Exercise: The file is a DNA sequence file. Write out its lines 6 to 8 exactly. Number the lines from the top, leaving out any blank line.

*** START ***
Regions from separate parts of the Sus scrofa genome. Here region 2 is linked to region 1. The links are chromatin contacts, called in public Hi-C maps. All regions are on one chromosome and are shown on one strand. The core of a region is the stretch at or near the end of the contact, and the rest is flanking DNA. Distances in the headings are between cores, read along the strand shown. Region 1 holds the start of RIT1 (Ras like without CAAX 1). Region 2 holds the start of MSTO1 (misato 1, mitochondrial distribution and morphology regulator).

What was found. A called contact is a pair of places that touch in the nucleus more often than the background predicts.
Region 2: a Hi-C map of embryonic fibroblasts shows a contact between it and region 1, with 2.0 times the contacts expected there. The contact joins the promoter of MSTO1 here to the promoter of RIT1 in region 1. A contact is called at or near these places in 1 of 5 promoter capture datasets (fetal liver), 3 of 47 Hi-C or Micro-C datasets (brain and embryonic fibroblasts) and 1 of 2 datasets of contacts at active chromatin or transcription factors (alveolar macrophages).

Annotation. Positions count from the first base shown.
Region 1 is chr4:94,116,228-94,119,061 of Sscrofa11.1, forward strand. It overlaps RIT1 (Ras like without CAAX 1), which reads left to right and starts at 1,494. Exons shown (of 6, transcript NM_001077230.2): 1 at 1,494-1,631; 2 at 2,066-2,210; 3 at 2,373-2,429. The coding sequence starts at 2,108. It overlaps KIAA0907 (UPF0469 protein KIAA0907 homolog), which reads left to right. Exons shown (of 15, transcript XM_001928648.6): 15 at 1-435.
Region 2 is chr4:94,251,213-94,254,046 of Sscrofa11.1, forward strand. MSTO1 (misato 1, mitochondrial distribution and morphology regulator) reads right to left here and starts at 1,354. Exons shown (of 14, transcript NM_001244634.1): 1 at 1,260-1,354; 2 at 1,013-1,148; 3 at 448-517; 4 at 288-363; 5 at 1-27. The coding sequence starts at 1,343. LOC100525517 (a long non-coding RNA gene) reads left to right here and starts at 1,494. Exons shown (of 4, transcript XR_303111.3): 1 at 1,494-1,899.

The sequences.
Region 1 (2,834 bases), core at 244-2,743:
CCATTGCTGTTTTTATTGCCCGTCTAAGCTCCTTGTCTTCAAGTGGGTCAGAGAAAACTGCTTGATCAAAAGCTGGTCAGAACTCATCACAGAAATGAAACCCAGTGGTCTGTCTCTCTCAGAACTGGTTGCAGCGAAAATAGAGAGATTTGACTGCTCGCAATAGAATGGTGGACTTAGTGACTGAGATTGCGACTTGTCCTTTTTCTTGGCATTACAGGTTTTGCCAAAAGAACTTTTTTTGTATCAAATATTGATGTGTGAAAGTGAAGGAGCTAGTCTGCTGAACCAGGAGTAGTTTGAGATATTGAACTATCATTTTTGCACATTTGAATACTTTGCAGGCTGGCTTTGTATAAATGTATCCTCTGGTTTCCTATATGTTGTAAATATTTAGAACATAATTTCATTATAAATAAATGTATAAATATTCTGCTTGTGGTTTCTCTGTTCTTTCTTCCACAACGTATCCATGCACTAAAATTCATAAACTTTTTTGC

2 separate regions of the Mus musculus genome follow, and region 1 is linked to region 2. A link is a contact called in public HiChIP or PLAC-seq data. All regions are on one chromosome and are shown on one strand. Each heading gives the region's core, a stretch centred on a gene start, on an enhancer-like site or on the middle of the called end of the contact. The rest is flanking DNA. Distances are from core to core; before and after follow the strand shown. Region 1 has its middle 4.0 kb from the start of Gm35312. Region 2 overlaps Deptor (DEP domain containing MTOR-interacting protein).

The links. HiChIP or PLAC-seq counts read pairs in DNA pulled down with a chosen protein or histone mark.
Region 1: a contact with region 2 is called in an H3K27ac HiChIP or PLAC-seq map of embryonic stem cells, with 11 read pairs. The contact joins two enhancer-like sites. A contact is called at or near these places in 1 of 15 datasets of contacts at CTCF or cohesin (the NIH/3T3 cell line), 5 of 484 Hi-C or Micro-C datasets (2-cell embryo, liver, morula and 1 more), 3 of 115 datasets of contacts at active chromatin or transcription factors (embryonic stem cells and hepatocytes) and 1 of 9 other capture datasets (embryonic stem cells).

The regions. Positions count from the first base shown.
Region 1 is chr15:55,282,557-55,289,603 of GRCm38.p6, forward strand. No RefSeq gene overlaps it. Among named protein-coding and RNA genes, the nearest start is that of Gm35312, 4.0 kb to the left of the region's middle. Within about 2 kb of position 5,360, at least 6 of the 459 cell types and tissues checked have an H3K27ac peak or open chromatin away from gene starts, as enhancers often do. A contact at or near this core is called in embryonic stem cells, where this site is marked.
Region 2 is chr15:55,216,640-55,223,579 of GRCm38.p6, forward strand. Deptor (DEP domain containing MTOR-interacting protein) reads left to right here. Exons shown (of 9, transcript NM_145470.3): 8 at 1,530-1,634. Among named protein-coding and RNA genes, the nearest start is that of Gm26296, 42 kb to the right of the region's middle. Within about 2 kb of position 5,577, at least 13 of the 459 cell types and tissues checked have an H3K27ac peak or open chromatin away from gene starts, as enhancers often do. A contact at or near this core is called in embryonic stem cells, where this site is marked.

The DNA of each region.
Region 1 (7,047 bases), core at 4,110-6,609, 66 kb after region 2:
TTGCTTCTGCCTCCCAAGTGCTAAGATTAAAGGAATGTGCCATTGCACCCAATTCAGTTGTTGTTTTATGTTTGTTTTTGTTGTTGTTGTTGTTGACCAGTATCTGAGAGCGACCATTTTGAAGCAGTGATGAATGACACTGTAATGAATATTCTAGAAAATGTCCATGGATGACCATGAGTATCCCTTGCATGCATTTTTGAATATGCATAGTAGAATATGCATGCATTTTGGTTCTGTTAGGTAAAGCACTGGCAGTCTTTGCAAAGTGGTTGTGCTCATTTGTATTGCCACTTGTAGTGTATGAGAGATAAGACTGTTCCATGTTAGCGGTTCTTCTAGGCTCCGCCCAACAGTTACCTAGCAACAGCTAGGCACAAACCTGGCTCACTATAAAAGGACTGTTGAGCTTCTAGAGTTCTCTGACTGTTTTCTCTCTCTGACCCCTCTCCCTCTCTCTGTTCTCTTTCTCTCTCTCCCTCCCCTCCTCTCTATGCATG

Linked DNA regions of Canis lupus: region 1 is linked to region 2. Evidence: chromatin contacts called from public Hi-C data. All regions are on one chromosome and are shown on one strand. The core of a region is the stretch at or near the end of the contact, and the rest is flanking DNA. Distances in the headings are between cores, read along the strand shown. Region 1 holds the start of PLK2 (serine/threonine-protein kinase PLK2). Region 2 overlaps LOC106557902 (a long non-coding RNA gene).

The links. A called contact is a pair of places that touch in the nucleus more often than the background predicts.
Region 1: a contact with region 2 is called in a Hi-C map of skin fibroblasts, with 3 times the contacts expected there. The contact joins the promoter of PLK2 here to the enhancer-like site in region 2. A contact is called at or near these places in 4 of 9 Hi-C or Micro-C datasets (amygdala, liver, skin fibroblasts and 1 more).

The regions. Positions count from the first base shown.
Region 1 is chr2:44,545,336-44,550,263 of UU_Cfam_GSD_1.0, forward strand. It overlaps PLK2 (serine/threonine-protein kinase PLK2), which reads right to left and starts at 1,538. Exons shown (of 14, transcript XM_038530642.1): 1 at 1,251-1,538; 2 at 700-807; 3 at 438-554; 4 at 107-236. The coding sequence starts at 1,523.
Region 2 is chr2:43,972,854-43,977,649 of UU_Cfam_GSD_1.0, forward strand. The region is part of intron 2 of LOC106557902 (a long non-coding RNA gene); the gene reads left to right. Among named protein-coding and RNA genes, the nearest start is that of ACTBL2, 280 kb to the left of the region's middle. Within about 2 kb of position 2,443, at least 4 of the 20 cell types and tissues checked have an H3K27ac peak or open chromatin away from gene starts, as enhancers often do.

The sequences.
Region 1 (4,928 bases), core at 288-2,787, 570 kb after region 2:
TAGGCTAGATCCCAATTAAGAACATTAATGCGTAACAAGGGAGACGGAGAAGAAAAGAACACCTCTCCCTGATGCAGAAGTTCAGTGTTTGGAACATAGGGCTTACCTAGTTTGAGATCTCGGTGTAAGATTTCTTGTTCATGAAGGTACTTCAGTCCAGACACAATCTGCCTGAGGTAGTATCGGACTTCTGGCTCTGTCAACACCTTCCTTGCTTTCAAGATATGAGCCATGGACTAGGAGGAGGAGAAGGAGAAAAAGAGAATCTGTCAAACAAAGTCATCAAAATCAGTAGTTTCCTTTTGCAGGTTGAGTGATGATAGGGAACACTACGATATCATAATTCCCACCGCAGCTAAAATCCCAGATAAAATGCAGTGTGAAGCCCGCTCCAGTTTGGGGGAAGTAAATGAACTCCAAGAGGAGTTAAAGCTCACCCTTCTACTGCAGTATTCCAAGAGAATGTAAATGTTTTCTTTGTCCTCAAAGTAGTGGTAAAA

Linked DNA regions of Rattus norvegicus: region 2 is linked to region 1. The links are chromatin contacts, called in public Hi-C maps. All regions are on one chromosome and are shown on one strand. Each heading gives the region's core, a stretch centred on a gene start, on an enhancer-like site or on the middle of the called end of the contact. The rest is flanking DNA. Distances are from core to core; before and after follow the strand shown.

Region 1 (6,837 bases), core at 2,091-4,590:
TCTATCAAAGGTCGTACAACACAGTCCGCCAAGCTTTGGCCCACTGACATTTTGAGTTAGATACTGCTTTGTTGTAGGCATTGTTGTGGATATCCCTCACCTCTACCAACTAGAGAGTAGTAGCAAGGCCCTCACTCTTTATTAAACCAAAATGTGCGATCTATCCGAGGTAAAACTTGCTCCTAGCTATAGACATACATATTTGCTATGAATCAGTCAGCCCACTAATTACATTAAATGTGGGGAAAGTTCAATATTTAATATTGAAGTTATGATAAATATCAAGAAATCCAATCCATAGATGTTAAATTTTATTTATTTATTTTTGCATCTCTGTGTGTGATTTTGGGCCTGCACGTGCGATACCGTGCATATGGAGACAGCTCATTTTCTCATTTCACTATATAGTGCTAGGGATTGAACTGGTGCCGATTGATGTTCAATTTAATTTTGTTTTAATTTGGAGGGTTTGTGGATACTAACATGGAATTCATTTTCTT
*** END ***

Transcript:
Region 2 is chr4:94,251,213-94,254,046 of Sscrofa11.1, forward strand. MSTO1 (misato 1, mitochondrial distribution and morphology regulator) reads right to left here and starts at 1,354. Exons shown (of 14, transcript NM_001244634.1): 1 at 1,260-1,354; 2 at 1,013-1,148; 3 at 448-517; 4 at 288-363; 5 at 1-27. The coding sequence starts at 1,343. LOC100525517 (a long non-coding RNA gene) reads left to right here and starts at 1,494. Exons shown (of 4, transcript XR_303111.3): 1 at 1,494-1,899.

The sequences.
Region 1 (2,834 bases), core at 244-2,743: